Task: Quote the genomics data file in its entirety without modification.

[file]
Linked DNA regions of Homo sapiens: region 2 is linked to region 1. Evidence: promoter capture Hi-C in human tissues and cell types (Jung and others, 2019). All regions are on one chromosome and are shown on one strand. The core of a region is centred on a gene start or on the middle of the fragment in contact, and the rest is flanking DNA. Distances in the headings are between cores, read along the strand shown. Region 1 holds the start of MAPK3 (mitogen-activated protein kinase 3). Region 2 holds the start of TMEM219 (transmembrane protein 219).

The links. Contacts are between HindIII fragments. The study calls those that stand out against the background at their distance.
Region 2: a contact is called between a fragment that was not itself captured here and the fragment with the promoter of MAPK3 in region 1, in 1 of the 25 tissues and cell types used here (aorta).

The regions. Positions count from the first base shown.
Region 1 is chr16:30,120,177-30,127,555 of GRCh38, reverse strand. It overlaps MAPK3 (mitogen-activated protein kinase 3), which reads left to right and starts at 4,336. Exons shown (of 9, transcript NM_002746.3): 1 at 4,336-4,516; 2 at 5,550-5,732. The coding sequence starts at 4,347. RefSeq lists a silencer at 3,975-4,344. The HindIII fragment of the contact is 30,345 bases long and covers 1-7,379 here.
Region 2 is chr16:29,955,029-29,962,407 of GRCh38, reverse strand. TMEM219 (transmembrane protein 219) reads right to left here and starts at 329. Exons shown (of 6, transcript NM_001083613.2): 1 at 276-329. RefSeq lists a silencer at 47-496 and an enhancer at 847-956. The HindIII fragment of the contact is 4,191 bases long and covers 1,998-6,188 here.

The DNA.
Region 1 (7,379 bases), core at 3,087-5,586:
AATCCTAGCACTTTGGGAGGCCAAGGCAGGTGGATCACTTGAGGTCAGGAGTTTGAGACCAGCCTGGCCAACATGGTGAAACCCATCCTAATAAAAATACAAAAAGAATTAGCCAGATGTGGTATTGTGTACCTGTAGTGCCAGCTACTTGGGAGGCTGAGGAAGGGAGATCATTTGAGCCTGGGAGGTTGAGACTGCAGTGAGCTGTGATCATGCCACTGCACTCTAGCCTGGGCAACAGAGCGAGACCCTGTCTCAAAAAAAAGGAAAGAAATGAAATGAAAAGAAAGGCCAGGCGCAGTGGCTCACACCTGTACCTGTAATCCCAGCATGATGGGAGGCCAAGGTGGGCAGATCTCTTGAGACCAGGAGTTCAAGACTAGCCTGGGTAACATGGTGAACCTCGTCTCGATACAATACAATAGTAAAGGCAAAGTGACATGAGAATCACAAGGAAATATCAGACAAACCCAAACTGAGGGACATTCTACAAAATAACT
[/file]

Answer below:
Linked DNA regions of Homo sapiens: region 2 is linked to region 1. Evidence: promoter capture Hi-C in human tissues and cell types (Jung and others, 2019). All regions are on one chromosome and are shown on one strand. The core of a region is centred on a gene start or on the middle of the fragment in contact, and the rest is flanking DNA. Distances in the headings are between cores, read along the strand shown. Region 1 holds the start of MAPK3 (mitogen-activated protein kinase 3). Region 2 holds the start of TMEM219 (transmembrane protein 219).

The links. Contacts are between HindIII fragments. The study calls those that stand out against the background at their distance.
Region 2: a contact is called between a fragment that was not itself captured here and the fragment with the promoter of MAPK3 in region 1, in 1 of the 25 tissues and cell types used here (aorta).

The regions. Positions count from the first base shown.
Region 1 is chr16:30,120,177-30,127,555 of GRCh38, reverse strand. It overlaps MAPK3 (mitogen-activated protein kinase 3), which reads left to right and starts at 4,336. Exons shown (of 9, transcript NM_002746.3): 1 at 4,336-4,516; 2 at 5,550-5,732. The coding sequence starts at 4,347. RefSeq lists a silencer at 3,975-4,344. The HindIII fragment of the contact is 30,345 bases long and covers 1-7,379 here.
Region 2 is chr16:29,955,029-29,962,407 of GRCh38, reverse strand. TMEM219 (transmembrane protein 219) reads right to left here and starts at 329. Exons shown (of 6, transcript NM_001083613.2): 1 at 276-329. RefSeq lists a silencer at 47-496 and an enhancer at 847-956. The HindIII fragment of the contact is 4,191 bases long and covers 1,998-6,188 here.

The DNA.
Region 1 (7,379 bases), core at 3,087-5,586:
AATCCTAGCACTTTGGGAGGCCAAGGCAGGTGGATCACTTGAGGTCAGGAGTTTGAGACCAGCCTGGCCAACATGGTGAAACCCATCCTAATAAAAATACAAAAAGAATTAGCCAGATGTGGTATTGTGTACCTGTAGTGCCAGCTACTTGGGAGGCTGAGGAAGGGAGATCATTTGAGCCTGGGAGGTTGAGACTGCAGTGAGCTGTGATCATGCCACTGCACTCTAGCCTGGGCAACAGAGCGAGACCCTGTCTCAAAAAAAAGGAAAGAAATGAAATGAAAAGAAAGGCCAGGCGCAGTGGCTCACACCTGTACCTGTAATCCCAGCATGATGGGAGGCCAAGGTGGGCAGATCTCTTGAGACCAGGAGTTCAAGACTAGCCTGGGTAACATGGTGAACCTCGTCTCGATACAATACAATAGTAAAGGCAAAGTGACATGAGAATCACAAGGAAATATCAGACAAACCCAAACTGAGGGACATTCTACAAAATAACT